Apartment building superintendent Cleveland Heep rescues what he thinks is a young woman from the pool he maintains. When he discovers that she is actually a character from a bedtime story who is trying to make the journey back to her home, he works with his tenants to protect his new friend from the creatures that are determined to keep her in our world.
M. Night Shyamalan
Bryce Dallas Howard,
A case of mistaken identity lands Slevin into the middle of a war being plotted by two of the city's most rival crime bosses: The Rabbi and The Boss. Slevin is under constant surveillance by relentless Detective Brikowski as well as the infamous assassin Goodkat and finds himself having to hatch his own ingenious plot to get them before they get him.
An aging alcoholic cop is assigned the task of escorting a witness from police custody to a courthouse 16 blocks away. There are, however, chaotic forces at work that prevent them from making it in one piece.
A crash landing leaves Kitai Raige and his father Cypher stranded on Earth, a millennium after events forced humanity's escape. With Cypher injured, Kitai must embark on a perilous journey to signal for help.
This suspense thriller unfolds as the audience is introduced to David Dunn. Not only is he the sole survivor of a horrific train-crash that killed 131 people he doesn't have a scratch on him. Elijah Price is an obscure character who approaches Dunn with a seemingly far fetched theory behind it all. Written by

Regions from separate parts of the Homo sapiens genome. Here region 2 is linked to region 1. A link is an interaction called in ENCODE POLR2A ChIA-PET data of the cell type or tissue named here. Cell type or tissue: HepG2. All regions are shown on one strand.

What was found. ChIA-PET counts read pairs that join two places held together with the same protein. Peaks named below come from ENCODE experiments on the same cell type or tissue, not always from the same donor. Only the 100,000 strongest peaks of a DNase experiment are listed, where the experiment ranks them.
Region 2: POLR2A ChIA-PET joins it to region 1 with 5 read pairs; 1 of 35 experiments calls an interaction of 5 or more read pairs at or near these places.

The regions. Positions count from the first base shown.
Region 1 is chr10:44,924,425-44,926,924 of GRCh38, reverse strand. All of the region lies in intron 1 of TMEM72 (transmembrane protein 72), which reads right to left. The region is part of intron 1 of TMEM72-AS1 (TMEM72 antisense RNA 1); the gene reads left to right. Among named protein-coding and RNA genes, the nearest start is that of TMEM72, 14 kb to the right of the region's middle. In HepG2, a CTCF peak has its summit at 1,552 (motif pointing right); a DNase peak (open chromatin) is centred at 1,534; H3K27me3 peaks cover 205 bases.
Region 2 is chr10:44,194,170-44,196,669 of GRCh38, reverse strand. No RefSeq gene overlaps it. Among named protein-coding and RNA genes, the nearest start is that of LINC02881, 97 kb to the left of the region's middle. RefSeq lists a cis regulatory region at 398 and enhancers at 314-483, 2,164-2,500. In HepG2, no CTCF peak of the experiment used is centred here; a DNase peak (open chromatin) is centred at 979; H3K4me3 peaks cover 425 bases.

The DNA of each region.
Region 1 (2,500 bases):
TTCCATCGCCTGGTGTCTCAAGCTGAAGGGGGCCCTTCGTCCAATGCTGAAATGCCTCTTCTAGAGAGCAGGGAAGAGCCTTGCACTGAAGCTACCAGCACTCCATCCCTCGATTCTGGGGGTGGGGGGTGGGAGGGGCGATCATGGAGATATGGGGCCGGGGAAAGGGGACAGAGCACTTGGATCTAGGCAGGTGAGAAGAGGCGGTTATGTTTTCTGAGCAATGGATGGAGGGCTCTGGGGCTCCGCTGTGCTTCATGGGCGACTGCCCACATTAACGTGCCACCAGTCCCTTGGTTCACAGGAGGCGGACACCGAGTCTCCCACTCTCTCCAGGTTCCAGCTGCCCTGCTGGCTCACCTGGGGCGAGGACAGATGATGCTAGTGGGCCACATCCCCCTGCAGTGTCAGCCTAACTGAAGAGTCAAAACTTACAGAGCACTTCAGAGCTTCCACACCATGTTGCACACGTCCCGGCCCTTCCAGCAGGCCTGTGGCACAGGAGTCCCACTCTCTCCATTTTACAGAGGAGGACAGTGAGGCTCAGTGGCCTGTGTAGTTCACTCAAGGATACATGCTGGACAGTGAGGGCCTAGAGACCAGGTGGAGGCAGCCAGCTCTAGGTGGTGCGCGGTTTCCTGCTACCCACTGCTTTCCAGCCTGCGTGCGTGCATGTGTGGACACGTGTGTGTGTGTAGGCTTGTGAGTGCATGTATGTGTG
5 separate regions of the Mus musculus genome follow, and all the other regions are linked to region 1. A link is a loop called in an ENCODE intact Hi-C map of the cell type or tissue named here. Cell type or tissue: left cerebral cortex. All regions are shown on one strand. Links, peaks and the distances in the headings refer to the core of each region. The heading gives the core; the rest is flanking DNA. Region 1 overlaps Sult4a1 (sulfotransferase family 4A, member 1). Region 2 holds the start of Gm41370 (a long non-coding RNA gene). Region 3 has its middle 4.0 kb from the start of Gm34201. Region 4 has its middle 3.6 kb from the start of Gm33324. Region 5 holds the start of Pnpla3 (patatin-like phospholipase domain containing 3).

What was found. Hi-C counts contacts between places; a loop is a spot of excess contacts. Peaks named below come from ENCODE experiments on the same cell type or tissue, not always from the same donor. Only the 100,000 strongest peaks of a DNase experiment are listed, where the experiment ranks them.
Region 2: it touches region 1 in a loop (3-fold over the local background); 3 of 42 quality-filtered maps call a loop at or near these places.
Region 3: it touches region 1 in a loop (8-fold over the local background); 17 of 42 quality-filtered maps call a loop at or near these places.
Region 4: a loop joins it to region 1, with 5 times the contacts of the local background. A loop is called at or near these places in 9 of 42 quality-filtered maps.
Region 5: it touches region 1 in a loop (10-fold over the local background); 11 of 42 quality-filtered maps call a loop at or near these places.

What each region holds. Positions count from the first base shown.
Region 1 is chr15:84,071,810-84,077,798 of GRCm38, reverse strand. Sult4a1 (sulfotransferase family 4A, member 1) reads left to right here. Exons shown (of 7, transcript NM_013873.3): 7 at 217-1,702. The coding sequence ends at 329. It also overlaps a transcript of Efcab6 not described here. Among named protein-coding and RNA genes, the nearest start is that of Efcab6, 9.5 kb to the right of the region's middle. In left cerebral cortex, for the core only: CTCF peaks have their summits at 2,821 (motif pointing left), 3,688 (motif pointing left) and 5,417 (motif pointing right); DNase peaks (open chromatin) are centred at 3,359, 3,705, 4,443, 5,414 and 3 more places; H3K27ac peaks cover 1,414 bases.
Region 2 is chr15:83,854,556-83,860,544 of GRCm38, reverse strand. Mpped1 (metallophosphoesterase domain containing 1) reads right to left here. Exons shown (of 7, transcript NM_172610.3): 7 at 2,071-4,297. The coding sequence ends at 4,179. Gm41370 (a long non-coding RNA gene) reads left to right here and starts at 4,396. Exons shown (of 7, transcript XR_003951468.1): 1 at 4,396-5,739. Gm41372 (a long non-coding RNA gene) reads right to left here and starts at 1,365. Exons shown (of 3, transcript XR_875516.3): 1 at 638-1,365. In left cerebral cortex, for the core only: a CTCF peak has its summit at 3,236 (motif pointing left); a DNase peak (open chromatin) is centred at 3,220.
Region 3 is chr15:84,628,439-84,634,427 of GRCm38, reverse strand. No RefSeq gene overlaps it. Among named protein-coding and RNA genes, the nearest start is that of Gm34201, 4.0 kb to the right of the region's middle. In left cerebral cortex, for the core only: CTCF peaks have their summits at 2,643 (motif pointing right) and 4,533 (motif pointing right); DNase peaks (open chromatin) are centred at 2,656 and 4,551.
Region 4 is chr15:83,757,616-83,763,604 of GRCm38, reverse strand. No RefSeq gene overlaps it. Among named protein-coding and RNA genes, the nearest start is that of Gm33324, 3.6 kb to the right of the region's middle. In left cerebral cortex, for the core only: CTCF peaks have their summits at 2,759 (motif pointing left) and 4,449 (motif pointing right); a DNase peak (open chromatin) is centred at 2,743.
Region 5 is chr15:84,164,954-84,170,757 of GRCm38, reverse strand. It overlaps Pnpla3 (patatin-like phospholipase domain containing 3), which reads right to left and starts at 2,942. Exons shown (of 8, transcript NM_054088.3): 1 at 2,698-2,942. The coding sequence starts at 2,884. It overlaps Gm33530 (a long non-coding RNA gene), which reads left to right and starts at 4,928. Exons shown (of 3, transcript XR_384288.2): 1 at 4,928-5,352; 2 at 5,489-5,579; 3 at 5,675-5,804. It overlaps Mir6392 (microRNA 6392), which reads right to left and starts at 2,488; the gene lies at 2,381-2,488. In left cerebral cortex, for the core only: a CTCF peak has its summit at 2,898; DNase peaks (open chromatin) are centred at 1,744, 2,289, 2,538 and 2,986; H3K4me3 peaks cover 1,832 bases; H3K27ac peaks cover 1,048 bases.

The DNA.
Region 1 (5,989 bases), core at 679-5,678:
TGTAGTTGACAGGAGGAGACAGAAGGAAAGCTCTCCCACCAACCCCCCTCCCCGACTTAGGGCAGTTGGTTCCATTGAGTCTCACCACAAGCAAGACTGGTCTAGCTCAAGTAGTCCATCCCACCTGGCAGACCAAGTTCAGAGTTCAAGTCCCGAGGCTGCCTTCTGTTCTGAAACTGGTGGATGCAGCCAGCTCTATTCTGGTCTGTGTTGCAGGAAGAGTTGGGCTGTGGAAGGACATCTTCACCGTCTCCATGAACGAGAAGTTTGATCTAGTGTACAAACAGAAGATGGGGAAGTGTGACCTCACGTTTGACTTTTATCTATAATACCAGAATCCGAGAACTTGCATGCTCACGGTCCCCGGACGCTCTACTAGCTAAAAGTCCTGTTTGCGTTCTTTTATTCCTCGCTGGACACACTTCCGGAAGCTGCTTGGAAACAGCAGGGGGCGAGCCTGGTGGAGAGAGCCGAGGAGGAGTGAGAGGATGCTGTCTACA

Bruce Willis' character is named David Dunn. It is very common for the "secret identities" of comic book heroes to be alliterative (e.g. Peter Parker, Bruce Banner, Matt Murdock and Clark Kent). See more »
Appears to be a continuity error. Elijah as a boy in scene inside house has his right arm in a sling. When he goes outside to open his gift his left arm is in the sling and he uses his right arm to open gift. But in fact the scene inside the house is a reflection of Elijah in the TV Screen, so it is actually his left arm. See more »
It's alright to be afraid, David, because this part won't be like a comic book. Real life doesn't fit into little boxes that were drawn for it.
See more »
As the movie starts, the FBI warning shatters like a window breaking. See more »
Just Out of Reach (Of My Two Open Arms)
Written by Virgil F. Stewart (as V.F. ("Pappy") Stewart)
Performed by Solomon Burke
Courtesy of Rhino Entertainment Company
By Arrangement with Warner Special Products See more »
This is a much better film than I ever thought it would be, and intrigues me every time I watch it. Samuel L. Jackson's role is what mainly inspires me to watch this multiple times. His character is amazing and just leaves me shaking my head.
This is a pretty low-key movie with the other star, Bruce Willis, playing an extremely subdued role for him, almost too subdued. There are times in here when you keep waiting for him to say something, and he says nothing. Half the time he's barely audible.
But he and Jackson play off each other well, and this is very suspenseful film, even if a lot doesn't happen. To explain the story would almost ruin it, because it's preposterous. I'll just call an interesting fantasy-horror film with a little family story tied in with Willis' wife (Robin Wright) and young boy (Spencer Treat Clark).
"Unbreakable" is beautifully filmed, has very little profanity in it, and a strange, strange story with a great twist at the end....one of the best I've ever seen in a movie. This movie is done by the same man who did "The Sixth Sense," M. Night Shyamalan, so if you enjoyed that you probably would like this, too.....although it's so different I wouldn't want to predict who would like this film and who wouldn't. If you're open to try something different, give it a look.
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